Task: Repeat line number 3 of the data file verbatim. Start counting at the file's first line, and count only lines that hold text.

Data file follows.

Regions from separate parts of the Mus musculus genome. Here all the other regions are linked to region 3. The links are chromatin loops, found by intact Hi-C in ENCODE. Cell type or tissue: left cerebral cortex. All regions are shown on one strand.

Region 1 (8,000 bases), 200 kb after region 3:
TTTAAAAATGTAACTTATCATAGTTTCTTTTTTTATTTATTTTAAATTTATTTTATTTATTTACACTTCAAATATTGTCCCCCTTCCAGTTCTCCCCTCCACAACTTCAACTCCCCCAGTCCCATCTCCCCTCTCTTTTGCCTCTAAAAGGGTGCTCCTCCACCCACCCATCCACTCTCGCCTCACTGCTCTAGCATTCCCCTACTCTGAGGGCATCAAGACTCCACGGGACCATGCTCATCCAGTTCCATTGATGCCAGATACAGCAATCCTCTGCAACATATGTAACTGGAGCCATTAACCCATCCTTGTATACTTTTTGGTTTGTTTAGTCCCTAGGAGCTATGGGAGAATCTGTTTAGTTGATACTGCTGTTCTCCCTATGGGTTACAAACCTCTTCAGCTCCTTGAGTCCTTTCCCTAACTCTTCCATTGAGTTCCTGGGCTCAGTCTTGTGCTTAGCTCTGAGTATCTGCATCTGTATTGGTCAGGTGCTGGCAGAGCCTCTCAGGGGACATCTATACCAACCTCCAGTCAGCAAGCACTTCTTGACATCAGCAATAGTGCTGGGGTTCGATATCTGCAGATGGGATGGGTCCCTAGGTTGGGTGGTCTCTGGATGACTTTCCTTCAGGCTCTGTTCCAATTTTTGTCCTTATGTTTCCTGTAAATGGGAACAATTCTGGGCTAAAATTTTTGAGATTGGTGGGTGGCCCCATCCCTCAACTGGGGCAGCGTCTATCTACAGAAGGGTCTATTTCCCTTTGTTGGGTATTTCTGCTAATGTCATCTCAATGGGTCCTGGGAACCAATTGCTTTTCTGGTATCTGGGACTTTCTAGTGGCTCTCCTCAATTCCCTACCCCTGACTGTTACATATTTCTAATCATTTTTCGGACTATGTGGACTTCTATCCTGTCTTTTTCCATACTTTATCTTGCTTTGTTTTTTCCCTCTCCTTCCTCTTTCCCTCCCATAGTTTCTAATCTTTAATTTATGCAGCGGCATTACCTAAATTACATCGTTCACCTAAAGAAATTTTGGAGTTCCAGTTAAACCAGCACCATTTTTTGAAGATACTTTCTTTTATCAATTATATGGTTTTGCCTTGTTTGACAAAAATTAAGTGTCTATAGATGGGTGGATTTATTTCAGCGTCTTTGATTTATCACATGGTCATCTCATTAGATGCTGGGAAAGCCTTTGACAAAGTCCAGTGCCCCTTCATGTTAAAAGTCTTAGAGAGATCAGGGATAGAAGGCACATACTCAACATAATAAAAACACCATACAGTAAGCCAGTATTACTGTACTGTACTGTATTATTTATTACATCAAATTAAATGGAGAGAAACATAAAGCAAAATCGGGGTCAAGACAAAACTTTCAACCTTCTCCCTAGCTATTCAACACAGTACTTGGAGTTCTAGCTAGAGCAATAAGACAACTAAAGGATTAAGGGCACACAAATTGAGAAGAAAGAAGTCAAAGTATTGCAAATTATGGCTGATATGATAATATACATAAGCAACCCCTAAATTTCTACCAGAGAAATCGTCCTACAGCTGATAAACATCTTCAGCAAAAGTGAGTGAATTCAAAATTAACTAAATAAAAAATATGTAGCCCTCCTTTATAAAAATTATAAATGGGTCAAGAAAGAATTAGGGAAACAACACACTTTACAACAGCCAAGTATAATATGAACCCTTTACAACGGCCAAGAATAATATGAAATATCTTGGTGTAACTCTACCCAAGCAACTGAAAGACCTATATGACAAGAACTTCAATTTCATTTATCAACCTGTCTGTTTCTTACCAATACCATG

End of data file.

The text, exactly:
TTTAAAAATGTAACTTATCATAGTTTCTTTTTTTATTTATTTTAAATTTATTTTATTTATTTACACTTCAAATATTGTCCCCCTTCCAGTTCTCCCCTCCACAACTTCAACTCCCCCAGTCCCATCTCCCCTCTCTTTTGCCTCTAAAAGGGTGCTCCTCCACCCACCCATCCACTCTCGCCTCACTGCTCTAGCATTCCCCTACTCTGAGGGCATCAAGACTCCACGGGACCATGCTCATCCAGTTCCATTGATGCCAGATACAGCAATCCTCTGCAACATATGTAACTGGAGCCATTAACCCATCCTTGTATACTTTTTGGTTTGTTTAGTCCCTAGGAGCTATGGGAGAATCTGTTTAGTTGATACTGCTGTTCTCCCTATGGGTTACAAACCTCTTCAGCTCCTTGAGTCCTTTCCCTAACTCTTCCATTGAGTTCCTGGGCTCAGTCTTGTGCTTAGCTCTGAGTATCTGCATCTGTATTGGTCAGGTGCTGGCAGAGCCTCTCAGGGGACATCTATACCAACCTCCAGTCAGCAAGCACTTCTTGACATCAGCAATAGTGCTGGGGTTCGATATCTGCAGATGGGATGGGTCCCTAGGTTGGGTGGTCTCTGGATGACTTTCCTTCAGGCTCTGTTCCAATTTTTGTCCTTATGTTTCCTGTAAATGGGAACAATTCTGGGCTAAAATTTTTGAGATTGGTGGGTGGCCCCATCCCTCAACTGGGGCAGCGTCTATCTACAGAAGGGTCTATTTCCCTTTGTTGGGTATTTCTGCTAATGTCATCTCAATGGGTCCTGGGAACCAATTGCTTTTCTGGTATCTGGGACTTTCTAGTGGCTCTCCTCAATTCCCTACCCCTGACTGTTACATATTTCTAATCATTTTTCGGACTATGTGGACTTCTATCCTGTCTTTTTCCATACTTTATCTTGCTTTGTTTTTTCCCTCTCCTTCCTCTTTCCCTCCCATAGTTTCTAATCTTTAATTTATGCAGCGGCATTACCTAAATTACATCGTTCACCTAAAGAAATTTTGGAGTTCCAGTTAAACCAGCACCATTTTTTGAAGATACTTTCTTTTATCAATTATATGGTTTTGCCTTGTTTGACAAAAATTAAGTGTCTATAGATGGGTGGATTTATTTCAGCGTCTTTGATTTATCACATGGTCATCTCATTAGATGCTGGGAAAGCCTTTGACAAAGTCCAGTGCCCCTTCATGTTAAAAGTCTTAGAGAGATCAGGGATAGAAGGCACATACTCAACATAATAAAAACACCATACAGTAAGCCAGTATTACTGTACTGTACTGTATTATTTATTACATCAAATTAAATGGAGAGAAACATAAAGCAAAATCGGGGTCAAGACAAAACTTTCAACCTTCTCCCTAGCTATTCAACACAGTACTTGGAGTTCTAGCTAGAGCAATAAGACAACTAAAGGATTAAGGGCACACAAATTGAGAAGAAAGAAGTCAAAGTATTGCAAATTATGGCTGATATGATAATATACATAAGCAACCCCTAAATTTCTACCAGAGAAATCGTCCTACAGCTGATAAACATCTTCAGCAAAAGTGAGTGAATTCAAAATTAACTAAATAAAAAATATGTAGCCCTCCTTTATAAAAATTATAAATGGGTCAAGAAAGAATTAGGGAAACAACACACTTTACAACAGCCAAGTATAATATGAACCCTTTACAACGGCCAAGAATAATATGAAATATCTTGGTGTAACTCTACCCAAGCAACTGAAAGACCTATATGACAAGAACTTCAATTTCATTTATCAACCTGTCTGTTTCTTACCAATACCATG